The West, multipolarity, and the liberal order

The liberal order—the system designed to ensure international security that has as its pillars the United Nations, multilateral security treaties, NATO, and European integration—is strongly dependent on Western and in particular U.S. power. With new, non-Western powers rising or resurgent, and the West (especially Europe) in apparent decline, it is natural to ask whether the liberal order is destined to fade away. 

Over the last few years, Russia and China have joined forces to keep the United States out of Central Asia, and have made some inroads into other regions, such as the Middle East and Africa, where U.S. or Western power is not as established as it is in Europe and the Asia-Pacific. Regional tensions have often reverberated on a global level, hampering the ability of the United Nations Security Council (UNSC) to meet its responsibilities for promoting peace and security. 

In light of this, multipolarity has been sometimes compared to an incurable disease that will eventually kill the liberal order. But there is insufficient evidence to take this as a foregone conclusion. Two factors should urge caution. 

First, in spite of the severe deterioration in Western-Russian relations following the Ukraine crisis, international security is still characterized more by functional threats such as jihadism, nuclear proliferation, and regional crises, than it is by great power conflict. 

Functional threats are evidently insufficient to create a permanent bond of friendship between otherwise competing countries. Yet, such threats engender a powerful logic of pragmatic cooperation even among such countries. The case of Iran’s nuclear program, on which the West and China and Russia have successfully cooperated in the P5+1 framework, is a good case in point. 

The institutions of the liberal order might always not be the venue where the international responses to these threats are discussed and decided upon—in fact, selective forms of cooperation seem to warrant ad hoc mechanisms of cooperation, such as contact groups. Yet, these institutions—most notably the UNSC but also a number of international treaties and regimes, for instance in the non-proliferation field—still provide a common normative and discursive framework from which great powers cooperation draws legitimacy and, eventually, authority.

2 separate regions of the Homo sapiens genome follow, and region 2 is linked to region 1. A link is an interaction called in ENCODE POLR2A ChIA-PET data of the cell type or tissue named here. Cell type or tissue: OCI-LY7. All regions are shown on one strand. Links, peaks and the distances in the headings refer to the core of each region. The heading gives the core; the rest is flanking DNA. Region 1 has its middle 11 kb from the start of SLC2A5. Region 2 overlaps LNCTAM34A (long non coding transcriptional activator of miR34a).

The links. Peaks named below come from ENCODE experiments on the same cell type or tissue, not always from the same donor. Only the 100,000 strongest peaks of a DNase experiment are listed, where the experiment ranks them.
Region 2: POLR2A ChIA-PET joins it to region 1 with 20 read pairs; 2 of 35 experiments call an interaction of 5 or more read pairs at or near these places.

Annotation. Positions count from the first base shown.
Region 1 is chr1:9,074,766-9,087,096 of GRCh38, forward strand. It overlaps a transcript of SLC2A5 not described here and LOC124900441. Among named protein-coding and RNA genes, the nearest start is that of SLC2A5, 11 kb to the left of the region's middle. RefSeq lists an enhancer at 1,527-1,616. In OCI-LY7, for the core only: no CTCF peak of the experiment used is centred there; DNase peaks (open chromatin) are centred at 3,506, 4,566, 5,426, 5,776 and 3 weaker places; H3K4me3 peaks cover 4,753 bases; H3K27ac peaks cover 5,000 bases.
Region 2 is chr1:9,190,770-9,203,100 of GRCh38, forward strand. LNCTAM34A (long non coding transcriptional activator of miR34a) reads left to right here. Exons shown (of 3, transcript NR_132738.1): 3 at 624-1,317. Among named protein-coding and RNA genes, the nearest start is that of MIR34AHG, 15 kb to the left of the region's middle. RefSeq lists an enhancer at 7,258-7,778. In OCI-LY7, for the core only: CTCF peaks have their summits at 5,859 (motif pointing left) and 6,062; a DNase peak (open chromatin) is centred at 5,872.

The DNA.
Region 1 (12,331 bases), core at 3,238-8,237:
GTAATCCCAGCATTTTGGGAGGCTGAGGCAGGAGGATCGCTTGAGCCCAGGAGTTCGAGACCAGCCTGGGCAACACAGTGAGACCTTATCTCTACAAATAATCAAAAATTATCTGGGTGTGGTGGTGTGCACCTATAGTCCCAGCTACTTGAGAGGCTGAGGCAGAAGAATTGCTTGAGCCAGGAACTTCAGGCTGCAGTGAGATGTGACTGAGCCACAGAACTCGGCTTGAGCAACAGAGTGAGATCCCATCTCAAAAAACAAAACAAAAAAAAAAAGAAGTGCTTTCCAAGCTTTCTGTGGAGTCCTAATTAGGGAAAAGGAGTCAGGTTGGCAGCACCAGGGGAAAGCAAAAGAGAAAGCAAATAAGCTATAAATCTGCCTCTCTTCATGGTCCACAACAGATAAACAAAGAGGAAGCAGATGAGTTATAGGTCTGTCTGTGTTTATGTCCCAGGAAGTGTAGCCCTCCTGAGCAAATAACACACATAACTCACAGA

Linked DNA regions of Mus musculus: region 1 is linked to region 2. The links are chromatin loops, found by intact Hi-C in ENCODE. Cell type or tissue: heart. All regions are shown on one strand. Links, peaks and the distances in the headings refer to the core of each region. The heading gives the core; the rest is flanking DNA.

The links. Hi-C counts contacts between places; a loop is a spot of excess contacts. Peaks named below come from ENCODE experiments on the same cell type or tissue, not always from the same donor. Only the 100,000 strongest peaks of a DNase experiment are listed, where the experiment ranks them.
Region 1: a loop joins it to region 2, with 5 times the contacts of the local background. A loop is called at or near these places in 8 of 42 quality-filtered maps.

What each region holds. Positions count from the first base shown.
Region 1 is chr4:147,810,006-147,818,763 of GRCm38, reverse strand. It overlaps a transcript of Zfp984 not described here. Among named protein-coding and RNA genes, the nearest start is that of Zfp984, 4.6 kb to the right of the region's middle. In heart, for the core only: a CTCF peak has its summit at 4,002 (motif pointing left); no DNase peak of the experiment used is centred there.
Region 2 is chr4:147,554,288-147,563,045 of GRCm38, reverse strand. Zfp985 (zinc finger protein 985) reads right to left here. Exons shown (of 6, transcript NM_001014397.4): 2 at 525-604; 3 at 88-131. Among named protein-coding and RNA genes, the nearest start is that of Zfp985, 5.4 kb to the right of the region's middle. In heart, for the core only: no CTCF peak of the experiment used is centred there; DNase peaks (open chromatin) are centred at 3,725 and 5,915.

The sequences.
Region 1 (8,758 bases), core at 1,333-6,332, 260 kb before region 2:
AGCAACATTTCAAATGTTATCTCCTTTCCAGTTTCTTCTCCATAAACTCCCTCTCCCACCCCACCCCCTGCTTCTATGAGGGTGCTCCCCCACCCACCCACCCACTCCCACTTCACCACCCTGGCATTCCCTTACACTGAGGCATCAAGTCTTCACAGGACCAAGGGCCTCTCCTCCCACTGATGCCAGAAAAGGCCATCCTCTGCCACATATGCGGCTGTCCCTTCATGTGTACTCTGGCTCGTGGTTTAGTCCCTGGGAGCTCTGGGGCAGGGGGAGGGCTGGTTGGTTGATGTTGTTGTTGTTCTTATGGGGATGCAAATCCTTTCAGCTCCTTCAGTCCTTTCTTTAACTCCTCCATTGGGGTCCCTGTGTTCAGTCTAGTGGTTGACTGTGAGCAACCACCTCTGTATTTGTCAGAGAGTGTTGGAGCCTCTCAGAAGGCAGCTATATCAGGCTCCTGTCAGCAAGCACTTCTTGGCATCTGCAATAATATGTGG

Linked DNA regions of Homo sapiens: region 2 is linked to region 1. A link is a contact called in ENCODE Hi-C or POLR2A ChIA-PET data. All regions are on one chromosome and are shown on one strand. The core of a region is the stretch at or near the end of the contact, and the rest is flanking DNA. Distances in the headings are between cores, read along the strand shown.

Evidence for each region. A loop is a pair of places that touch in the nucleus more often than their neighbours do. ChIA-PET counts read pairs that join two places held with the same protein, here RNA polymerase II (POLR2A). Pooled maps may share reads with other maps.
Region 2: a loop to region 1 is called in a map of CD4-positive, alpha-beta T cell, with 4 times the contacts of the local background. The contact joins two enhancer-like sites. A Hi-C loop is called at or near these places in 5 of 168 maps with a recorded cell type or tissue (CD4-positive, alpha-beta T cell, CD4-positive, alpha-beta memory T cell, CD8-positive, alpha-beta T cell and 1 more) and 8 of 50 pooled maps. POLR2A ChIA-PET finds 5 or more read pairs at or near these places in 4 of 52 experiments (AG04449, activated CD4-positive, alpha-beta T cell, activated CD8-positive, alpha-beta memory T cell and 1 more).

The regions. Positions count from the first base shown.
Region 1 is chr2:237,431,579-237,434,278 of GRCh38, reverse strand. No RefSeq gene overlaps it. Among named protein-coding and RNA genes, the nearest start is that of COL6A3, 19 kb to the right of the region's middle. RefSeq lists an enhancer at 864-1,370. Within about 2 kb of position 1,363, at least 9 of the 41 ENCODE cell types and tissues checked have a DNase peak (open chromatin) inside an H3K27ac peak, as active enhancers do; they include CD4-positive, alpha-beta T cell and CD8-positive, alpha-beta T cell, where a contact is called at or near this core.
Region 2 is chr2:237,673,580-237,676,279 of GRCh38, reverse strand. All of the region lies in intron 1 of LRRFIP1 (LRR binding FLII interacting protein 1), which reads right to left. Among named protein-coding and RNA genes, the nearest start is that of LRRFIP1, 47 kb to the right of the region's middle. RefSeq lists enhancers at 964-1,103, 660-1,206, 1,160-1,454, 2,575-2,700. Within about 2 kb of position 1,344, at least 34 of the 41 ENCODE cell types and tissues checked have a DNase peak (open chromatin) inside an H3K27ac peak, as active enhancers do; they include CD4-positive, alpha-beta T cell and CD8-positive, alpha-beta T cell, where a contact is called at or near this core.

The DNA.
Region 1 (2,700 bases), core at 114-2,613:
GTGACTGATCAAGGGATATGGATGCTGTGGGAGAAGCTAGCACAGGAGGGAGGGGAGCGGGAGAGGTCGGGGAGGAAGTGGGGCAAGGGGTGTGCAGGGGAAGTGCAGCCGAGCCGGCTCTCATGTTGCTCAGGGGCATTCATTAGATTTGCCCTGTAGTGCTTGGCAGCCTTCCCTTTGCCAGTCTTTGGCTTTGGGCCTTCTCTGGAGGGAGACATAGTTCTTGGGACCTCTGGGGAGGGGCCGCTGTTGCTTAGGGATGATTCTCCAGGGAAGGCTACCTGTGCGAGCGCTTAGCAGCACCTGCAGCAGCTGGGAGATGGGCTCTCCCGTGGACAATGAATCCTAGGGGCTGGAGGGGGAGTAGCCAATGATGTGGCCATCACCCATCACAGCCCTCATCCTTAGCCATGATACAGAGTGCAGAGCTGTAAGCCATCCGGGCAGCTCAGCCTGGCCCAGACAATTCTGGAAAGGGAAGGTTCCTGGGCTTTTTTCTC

The second factor concerns the structural limits of the multipolar challenge to the liberal order. Russia and China are both interested in maximizing their influence in their neighborhoods and, since U.S. power is the main factor inhibiting their ambitions, they strive to see it reined in. Yet, China and Russia also benefit from the effects of the U.S. action as guarantor of international security. In addition, they have not yet presented alternatives to the U.S.-based liberal order. China might one day reach such levels of development and resource accumulation that Beijing might eventually cast the die and make its bid for world domination. But evidence of this possible trajectory is so far lacking. Neither China nor Russia possess the economic and military strength of the United States. More critically, they both lack its large system of alliances and partnerships. Neither is able, nor willing, to make a bid to replace the United States as the ultimate guarantor of world security.